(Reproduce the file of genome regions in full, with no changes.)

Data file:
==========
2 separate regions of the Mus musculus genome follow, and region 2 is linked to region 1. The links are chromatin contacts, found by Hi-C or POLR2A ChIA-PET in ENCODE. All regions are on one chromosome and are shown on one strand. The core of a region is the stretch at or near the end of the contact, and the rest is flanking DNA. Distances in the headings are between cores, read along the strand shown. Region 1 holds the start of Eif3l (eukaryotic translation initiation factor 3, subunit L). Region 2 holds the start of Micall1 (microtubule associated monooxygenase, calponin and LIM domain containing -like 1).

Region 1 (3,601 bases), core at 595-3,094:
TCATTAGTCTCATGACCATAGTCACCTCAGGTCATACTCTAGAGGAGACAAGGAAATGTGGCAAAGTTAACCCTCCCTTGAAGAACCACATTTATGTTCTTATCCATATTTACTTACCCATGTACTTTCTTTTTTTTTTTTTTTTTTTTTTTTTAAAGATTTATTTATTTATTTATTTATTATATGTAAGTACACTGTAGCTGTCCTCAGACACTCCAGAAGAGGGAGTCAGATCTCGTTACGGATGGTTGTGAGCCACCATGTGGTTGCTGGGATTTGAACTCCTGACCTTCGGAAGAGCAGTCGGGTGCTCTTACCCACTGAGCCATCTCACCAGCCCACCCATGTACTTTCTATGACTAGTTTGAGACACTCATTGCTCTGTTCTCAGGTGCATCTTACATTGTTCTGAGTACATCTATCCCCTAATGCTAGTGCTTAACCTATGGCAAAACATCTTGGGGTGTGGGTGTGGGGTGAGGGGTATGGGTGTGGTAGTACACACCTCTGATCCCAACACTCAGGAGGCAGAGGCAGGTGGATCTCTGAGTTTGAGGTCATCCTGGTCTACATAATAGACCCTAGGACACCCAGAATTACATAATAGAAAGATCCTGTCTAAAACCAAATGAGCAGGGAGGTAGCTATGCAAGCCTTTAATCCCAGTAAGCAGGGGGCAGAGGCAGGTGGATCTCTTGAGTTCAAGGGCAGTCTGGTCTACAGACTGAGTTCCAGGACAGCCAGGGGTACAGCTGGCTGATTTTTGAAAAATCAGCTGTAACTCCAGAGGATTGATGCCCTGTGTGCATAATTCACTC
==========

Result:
2 separate regions of the Mus musculus genome follow, and region 2 is linked to region 1. The links are chromatin contacts, found by Hi-C or POLR2A ChIA-PET in ENCODE. All regions are on one chromosome and are shown on one strand. The core of a region is the stretch at or near the end of the contact, and the rest is flanking DNA. Distances in the headings are between cores, read along the strand shown. Region 1 holds the start of Eif3l (eukaryotic translation initiation factor 3, subunit L). Region 2 holds the start of Micall1 (microtubule associated monooxygenase, calponin and LIM domain containing -like 1).

Region 1 (3,601 bases), core at 595-3,094:
TCATTAGTCTCATGACCATAGTCACCTCAGGTCATACTCTAGAGGAGACAAGGAAATGTGGCAAAGTTAACCCTCCCTTGAAGAACCACATTTATGTTCTTATCCATATTTACTTACCCATGTACTTTCTTTTTTTTTTTTTTTTTTTTTTTTTAAAGATTTATTTATTTATTTATTTATTATATGTAAGTACACTGTAGCTGTCCTCAGACACTCCAGAAGAGGGAGTCAGATCTCGTTACGGATGGTTGTGAGCCACCATGTGGTTGCTGGGATTTGAACTCCTGACCTTCGGAAGAGCAGTCGGGTGCTCTTACCCACTGAGCCATCTCACCAGCCCACCCATGTACTTTCTATGACTAGTTTGAGACACTCATTGCTCTGTTCTCAGGTGCATCTTACATTGTTCTGAGTACATCTATCCCCTAATGCTAGTGCTTAACCTATGGCAAAACATCTTGGGGTGTGGGTGTGGGGTGAGGGGTATGGGTGTGGTAGTACACACCTCTGATCCCAACACTCAGGAGGCAGAGGCAGGTGGATCTCTGAGTTTGAGGTCATCCTGGTCTACATAATAGACCCTAGGACACCCAGAATTACATAATAGAAAGATCCTGTCTAAAACCAAATGAGCAGGGAGGTAGCTATGCAAGCCTTTAATCCCAGTAAGCAGGGGGCAGAGGCAGGTGGATCTCTTGAGTTCAAGGGCAGTCTGGTCTACAGACTGAGTTCCAGGACAGCCAGGGGTACAGCTGGCTGATTTTTGAAAAATCAGCTGTAACTCCAGAGGATTGATGCCCTGTGTGCATAATTCACTC